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Bacteria causing symptomatic urinary tract infection or asymptomatic bacteriuria.
  1. A P Roberts,
  2. R Phillips

    Abstract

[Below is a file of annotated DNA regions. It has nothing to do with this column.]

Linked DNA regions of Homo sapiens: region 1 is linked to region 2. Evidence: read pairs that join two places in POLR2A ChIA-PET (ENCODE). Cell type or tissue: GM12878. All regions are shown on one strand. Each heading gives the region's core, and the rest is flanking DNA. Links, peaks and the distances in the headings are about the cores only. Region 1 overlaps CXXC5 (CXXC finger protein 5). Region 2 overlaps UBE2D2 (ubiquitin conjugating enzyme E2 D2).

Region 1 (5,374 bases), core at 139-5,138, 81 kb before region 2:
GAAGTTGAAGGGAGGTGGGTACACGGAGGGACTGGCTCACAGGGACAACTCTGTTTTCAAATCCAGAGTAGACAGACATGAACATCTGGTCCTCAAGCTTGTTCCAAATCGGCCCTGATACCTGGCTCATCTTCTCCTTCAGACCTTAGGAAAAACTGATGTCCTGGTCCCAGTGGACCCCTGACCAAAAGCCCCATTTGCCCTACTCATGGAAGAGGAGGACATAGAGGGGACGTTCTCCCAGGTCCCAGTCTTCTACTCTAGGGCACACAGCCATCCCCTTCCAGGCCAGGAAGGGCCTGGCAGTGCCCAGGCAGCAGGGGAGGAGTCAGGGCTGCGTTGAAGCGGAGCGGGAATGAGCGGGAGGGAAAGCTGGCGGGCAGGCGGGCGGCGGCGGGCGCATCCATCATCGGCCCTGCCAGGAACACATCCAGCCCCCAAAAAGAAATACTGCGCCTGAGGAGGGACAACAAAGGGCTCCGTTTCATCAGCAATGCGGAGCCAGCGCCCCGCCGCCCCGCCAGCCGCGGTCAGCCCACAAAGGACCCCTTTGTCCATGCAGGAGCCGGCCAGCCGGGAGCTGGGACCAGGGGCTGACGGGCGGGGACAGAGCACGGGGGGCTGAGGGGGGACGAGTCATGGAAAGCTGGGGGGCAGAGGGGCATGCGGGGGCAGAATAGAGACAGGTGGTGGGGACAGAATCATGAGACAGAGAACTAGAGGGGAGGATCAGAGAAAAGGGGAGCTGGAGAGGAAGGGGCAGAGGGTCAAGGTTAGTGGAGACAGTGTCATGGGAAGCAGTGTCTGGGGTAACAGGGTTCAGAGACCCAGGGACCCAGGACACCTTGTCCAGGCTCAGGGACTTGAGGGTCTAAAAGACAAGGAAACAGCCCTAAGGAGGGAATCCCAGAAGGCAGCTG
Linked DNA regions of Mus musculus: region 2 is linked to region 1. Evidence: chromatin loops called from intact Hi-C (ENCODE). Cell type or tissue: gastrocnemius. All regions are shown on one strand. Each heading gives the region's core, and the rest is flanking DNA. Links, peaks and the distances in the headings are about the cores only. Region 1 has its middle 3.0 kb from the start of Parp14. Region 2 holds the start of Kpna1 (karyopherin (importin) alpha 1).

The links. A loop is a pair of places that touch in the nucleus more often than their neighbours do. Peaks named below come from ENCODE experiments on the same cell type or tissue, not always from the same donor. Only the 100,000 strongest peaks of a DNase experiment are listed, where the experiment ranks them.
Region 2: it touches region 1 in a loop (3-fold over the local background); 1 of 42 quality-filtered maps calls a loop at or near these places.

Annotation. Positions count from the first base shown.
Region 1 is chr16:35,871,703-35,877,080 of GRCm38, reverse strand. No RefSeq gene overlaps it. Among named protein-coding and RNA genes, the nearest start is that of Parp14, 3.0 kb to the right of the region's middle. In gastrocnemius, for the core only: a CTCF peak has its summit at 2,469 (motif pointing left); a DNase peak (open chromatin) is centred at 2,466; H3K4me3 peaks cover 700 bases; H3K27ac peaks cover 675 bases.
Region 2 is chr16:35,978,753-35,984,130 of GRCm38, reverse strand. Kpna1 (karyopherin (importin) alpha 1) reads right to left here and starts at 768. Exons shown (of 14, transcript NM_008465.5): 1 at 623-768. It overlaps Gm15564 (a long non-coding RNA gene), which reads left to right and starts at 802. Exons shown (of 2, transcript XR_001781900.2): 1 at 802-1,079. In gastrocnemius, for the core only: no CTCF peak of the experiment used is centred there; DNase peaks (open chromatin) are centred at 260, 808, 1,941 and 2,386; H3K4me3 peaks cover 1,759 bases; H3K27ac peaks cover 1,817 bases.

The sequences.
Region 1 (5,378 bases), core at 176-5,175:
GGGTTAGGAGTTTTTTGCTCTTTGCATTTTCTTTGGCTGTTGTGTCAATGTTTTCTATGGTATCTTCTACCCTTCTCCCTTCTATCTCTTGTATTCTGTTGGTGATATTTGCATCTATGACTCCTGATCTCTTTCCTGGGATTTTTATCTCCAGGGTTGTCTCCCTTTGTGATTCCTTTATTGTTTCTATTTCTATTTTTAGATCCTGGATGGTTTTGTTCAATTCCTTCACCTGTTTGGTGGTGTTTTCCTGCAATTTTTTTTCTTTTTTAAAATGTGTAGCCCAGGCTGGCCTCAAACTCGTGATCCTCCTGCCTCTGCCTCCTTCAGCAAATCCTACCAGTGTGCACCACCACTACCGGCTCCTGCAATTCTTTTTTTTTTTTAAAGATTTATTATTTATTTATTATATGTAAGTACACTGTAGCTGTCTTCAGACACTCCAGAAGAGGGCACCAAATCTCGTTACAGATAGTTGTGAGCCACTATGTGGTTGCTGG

One thousand bacterial isolates from consecutive suprapublic aspirations of urine in two groups of patients with symptomatic urinary tract infection and two groups with asymptomatic bacteriuria were studied. Staphylococci accounted for 13 and 27% of the isolates from symptomatic patients but for only 3 and 4% of strains from asymptomatic bacteriuria. Conversely, 18 and 30% of Escherichia coli isolates from asymptomatic bacteriuria were auto-agglutinable when tested with antisera to the common urinary O-serogroups, whereas such strains accounted for only 5 and 7% of the E. coli from symptomatic patients. The high prevalence of auto-agglutinable E. coli in asymptomatic bacteriuria was accompanied by a reduction in the frequency of the common uninary O-serogroups rather than other smooth strains.

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